Given that the Bay of Campeche coast has never experienced a hurricane as strong as Karl, its impact is likely to cause unprecedented damage to a 50-mile wide coastal area between Veracruz and Poza Rica. The strongest hurricanes in history to affect the region were Item in 1950, with 110 mph winds, Janet in 1955, with 100 mph winds, and Diana of 1990, with 100 mph winds. Flooding from Janet killed over 800 people in Mexico. and flooding from Diana killed at least 139 people. Fortunately, the Mexicans have one of the best disaster preparedness programs in the world, and it is likely that evacuations from the storm surge zone of Karl will greatly limit the loss of life from storm surge. The section of coast expected to receive Karl's maximum 12 - 16 foot storm surge is moderately populated, but is low-lying only in limited regions. Of greatest concern are Karl's torrential rains, since the region has high mountains near the coast that will experience extreme rainfall and flooding. Karl's high winds are also a major concern, and these winds are likely to damage thousands of buildings near the coast.

Igor
Hurricane Igor has slowly weakened over the past day, but remains a large and dangerous Category 3 hurricane with 120 mph winds. Igor passed just north of buoy 41044 last night, and the buoy recorded a lowest pressure of 942 mb. Top winds during Igor's passage were sustained at 74 mph, but this reading was on the weak left front side of the hurricane. The buoy recorded a significant wave height of 38 feet (the significant wave height is the average of the highest 1/3 of the waves.)


Figure 4. Morning satellite image of Igor.

Intensity forecast for Igor
Wind shear is low to moderate, 5 - 15 knots, and is expected to remain in this range through Saturday afternoon. Waters are warm, 29°C, and will remain 29°C through Saturday morning, then slowly decline. Igor is well armored against any intrusions of dry air for at least the next two days. These conditions should allow Igor to remain at major hurricane status through Saturday afternoon. It is possible the hurricane will undergo another eyewall replacement cycle, where the eyewall collapses and a new eyewall forms from an outer spiral band. This will weaken the hurricane by 10 - 20 mph if it occurs, but Igor may regain its lost intensity once the cycle is over, as it has done after its previous two eyewall replacement cycles. By Saturday afternoon, the trough of low pressure steering Igor northwestwards should bring moderate wind shear of 10 - 20 knots to the storm, potentially weakening it. The SHIPS models predicts shear will not rise to the high range, 20 - 30 knots, until the hurricane reaches the island, which may be soon enough to induce substantial weakening by perhaps 20 - 30 mph before Igor arrives at Bermuda. Igor will still probably be at least a Category 2 hurricane on its closest pass by Bermuda on Sunday night, and perhaps a Category 3. NHC is giving Bermuda a 29% chance of experiencing hurricane force winds from Igor, but this probability is likely too low. The Bermuda Weather Service is calling for Category 2 hurricane conditions for the island on Sunday, with 20 - 40 foot waves in the offshore waters, and 6 - 12 foot seas in the inland waters.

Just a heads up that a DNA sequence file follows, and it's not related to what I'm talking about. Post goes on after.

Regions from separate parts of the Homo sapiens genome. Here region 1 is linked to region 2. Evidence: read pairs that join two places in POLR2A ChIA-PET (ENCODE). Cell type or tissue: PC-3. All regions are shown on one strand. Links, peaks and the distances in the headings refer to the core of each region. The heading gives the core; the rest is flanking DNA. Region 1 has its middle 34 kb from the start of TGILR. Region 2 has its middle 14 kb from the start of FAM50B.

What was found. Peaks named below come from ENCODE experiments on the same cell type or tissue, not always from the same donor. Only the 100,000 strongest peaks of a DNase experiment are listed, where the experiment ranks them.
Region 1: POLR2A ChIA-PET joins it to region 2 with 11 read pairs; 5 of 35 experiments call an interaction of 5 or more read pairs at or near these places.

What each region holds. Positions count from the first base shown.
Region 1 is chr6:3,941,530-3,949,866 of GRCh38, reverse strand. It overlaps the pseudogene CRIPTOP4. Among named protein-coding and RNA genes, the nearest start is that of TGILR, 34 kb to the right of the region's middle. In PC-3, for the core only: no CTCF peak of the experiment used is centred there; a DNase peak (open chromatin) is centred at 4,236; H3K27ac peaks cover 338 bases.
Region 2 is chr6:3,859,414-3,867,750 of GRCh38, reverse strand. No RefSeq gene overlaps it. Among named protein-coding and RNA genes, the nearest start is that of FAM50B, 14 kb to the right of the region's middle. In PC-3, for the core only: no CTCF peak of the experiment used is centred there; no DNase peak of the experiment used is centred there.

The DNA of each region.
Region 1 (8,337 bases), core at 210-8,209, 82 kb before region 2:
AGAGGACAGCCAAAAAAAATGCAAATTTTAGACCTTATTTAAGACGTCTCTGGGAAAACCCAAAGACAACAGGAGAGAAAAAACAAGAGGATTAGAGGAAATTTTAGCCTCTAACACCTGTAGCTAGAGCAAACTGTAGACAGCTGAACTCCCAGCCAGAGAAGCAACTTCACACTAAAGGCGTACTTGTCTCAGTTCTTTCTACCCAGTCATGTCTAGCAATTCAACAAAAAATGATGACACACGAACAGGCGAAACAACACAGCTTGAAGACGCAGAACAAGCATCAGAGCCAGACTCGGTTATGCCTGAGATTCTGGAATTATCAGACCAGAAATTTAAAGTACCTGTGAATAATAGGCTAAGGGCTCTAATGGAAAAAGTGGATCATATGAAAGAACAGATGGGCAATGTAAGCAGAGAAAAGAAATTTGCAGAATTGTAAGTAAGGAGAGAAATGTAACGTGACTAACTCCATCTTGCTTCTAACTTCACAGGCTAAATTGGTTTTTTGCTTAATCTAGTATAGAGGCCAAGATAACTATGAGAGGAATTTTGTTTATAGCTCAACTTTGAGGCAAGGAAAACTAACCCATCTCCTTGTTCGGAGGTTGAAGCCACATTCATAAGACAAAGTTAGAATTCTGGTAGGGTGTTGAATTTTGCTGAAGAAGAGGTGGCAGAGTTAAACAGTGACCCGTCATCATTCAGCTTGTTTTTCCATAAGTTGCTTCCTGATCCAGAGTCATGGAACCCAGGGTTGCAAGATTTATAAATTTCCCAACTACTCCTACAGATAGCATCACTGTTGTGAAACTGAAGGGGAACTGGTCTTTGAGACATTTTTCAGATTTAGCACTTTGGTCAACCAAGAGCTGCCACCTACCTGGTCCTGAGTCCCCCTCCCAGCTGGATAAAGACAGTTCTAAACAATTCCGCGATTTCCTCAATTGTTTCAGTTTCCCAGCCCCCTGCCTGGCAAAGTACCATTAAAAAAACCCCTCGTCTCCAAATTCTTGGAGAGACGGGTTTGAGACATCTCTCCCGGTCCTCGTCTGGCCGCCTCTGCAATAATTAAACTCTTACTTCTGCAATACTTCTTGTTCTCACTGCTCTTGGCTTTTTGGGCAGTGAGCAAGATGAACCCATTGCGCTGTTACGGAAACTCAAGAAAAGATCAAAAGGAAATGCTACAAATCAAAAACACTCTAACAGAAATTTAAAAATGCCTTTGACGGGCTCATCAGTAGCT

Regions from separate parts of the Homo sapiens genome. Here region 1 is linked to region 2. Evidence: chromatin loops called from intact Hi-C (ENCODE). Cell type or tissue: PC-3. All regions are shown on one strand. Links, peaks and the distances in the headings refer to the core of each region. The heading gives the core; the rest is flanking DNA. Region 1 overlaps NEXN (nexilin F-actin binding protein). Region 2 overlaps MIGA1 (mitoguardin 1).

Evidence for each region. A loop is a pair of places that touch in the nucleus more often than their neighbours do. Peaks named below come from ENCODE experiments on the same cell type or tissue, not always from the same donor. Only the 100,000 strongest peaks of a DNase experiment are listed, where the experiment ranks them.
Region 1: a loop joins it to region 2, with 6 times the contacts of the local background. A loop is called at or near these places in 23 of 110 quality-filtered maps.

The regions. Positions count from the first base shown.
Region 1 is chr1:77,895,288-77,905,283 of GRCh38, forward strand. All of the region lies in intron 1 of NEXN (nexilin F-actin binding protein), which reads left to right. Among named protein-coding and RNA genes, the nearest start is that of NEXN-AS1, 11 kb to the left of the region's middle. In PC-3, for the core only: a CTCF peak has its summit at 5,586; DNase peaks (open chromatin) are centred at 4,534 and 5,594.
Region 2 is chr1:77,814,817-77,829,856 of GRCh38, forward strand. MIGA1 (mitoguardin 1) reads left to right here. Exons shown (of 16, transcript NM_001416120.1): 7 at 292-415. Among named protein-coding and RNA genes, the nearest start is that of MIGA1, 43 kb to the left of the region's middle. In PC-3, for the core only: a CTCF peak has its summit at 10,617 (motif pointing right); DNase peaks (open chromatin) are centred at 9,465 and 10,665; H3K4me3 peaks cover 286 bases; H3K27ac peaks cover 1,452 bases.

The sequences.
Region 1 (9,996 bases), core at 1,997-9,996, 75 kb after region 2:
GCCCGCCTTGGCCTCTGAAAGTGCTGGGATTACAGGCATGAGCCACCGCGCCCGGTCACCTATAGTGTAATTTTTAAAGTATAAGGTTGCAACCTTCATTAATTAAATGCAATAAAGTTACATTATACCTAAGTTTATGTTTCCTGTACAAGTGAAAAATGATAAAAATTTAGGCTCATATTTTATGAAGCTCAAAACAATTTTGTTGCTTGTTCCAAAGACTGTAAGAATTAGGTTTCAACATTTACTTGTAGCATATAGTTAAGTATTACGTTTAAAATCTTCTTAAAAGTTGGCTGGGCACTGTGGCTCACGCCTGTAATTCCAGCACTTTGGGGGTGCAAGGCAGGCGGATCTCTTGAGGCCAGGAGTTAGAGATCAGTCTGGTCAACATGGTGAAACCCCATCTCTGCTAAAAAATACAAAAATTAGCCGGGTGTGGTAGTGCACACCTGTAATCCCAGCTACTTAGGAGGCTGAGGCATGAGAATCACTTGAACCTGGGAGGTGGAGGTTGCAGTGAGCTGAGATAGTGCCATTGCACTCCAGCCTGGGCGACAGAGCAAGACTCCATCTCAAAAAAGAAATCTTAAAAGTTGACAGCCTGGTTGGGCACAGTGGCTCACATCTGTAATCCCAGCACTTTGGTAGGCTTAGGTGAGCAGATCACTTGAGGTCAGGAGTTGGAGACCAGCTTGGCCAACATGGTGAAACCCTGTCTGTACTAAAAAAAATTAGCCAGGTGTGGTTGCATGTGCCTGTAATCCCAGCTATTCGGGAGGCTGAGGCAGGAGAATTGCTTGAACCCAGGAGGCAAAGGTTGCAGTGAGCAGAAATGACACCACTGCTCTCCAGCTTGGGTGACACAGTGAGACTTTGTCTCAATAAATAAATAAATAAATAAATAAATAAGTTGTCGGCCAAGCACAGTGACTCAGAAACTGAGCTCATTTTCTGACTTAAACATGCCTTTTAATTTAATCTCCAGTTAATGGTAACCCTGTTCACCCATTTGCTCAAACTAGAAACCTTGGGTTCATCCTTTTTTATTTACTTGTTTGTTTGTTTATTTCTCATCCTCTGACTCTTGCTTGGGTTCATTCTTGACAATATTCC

Igor's impact on Bermuda